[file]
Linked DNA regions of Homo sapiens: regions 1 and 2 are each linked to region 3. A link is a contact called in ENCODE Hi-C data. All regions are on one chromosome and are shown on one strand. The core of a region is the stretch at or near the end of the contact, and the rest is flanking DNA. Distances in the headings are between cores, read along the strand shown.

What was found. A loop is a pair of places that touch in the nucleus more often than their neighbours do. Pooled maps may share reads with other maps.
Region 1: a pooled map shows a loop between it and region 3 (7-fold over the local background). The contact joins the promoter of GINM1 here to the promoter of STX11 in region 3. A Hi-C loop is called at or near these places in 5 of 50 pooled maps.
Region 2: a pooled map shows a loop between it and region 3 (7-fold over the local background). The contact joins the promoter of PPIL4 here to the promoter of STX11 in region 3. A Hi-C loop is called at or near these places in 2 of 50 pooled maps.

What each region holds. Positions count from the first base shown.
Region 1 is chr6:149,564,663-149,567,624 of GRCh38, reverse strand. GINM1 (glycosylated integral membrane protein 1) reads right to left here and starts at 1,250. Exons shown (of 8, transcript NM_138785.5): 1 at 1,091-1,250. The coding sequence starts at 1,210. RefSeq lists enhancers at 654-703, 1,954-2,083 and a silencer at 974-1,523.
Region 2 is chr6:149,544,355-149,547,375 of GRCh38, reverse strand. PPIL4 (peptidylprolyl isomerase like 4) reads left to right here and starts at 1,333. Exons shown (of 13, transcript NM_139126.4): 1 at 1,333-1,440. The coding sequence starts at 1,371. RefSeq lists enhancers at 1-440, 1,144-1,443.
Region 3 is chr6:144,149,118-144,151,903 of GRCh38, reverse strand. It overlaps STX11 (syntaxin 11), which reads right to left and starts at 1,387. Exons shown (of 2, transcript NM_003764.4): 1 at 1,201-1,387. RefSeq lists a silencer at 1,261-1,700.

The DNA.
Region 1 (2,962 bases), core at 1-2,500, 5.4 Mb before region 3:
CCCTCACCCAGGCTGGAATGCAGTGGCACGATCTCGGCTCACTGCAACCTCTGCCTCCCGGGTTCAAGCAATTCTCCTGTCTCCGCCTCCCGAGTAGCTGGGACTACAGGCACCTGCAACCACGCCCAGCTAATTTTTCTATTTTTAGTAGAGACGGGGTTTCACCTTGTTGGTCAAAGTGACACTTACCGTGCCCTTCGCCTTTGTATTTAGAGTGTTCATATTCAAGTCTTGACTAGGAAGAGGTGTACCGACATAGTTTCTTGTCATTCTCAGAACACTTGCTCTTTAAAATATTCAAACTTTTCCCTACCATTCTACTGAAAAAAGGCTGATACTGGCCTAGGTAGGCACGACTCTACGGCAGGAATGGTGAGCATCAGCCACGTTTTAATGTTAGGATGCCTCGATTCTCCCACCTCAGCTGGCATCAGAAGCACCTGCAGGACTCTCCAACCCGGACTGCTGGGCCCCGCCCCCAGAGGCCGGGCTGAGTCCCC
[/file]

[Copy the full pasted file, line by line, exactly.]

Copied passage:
Linked DNA regions of Homo sapiens: regions 1 and 2 are each linked to region 3. A link is a contact called in ENCODE Hi-C data. All regions are on one chromosome and are shown on one strand. The core of a region is the stretch at or near the end of the contact, and the rest is flanking DNA. Distances in the headings are between cores, read along the strand shown.

What was found. A loop is a pair of places that touch in the nucleus more often than their neighbours do. Pooled maps may share reads with other maps.
Region 1: a pooled map shows a loop between it and region 3 (7-fold over the local background). The contact joins the promoter of GINM1 here to the promoter of STX11 in region 3. A Hi-C loop is called at or near these places in 5 of 50 pooled maps.
Region 2: a pooled map shows a loop between it and region 3 (7-fold over the local background). The contact joins the promoter of PPIL4 here to the promoter of STX11 in region 3. A Hi-C loop is called at or near these places in 2 of 50 pooled maps.

What each region holds. Positions count from the first base shown.
Region 1 is chr6:149,564,663-149,567,624 of GRCh38, reverse strand. GINM1 (glycosylated integral membrane protein 1) reads right to left here and starts at 1,250. Exons shown (of 8, transcript NM_138785.5): 1 at 1,091-1,250. The coding sequence starts at 1,210. RefSeq lists enhancers at 654-703, 1,954-2,083 and a silencer at 974-1,523.
Region 2 is chr6:149,544,355-149,547,375 of GRCh38, reverse strand. PPIL4 (peptidylprolyl isomerase like 4) reads left to right here and starts at 1,333. Exons shown (of 13, transcript NM_139126.4): 1 at 1,333-1,440. The coding sequence starts at 1,371. RefSeq lists enhancers at 1-440, 1,144-1,443.
Region 3 is chr6:144,149,118-144,151,903 of GRCh38, reverse strand. It overlaps STX11 (syntaxin 11), which reads right to left and starts at 1,387. Exons shown (of 2, transcript NM_003764.4): 1 at 1,201-1,387. RefSeq lists a silencer at 1,261-1,700.

The DNA.
Region 1 (2,962 bases), core at 1-2,500, 5.4 Mb before region 3:
CCCTCACCCAGGCTGGAATGCAGTGGCACGATCTCGGCTCACTGCAACCTCTGCCTCCCGGGTTCAAGCAATTCTCCTGTCTCCGCCTCCCGAGTAGCTGGGACTACAGGCACCTGCAACCACGCCCAGCTAATTTTTCTATTTTTAGTAGAGACGGGGTTTCACCTTGTTGGTCAAAGTGACACTTACCGTGCCCTTCGCCTTTGTATTTAGAGTGTTCATATTCAAGTCTTGACTAGGAAGAGGTGTACCGACATAGTTTCTTGTCATTCTCAGAACACTTGCTCTTTAAAATATTCAAACTTTTCCCTACCATTCTACTGAAAAAAGGCTGATACTGGCCTAGGTAGGCACGACTCTACGGCAGGAATGGTGAGCATCAGCCACGTTTTAATGTTAGGATGCCTCGATTCTCCCACCTCAGCTGGCATCAGAAGCACCTGCAGGACTCTCCAACCCGGACTGCTGGGCCCCGCCCCCAGAGGCCGGGCTGAGTCCCC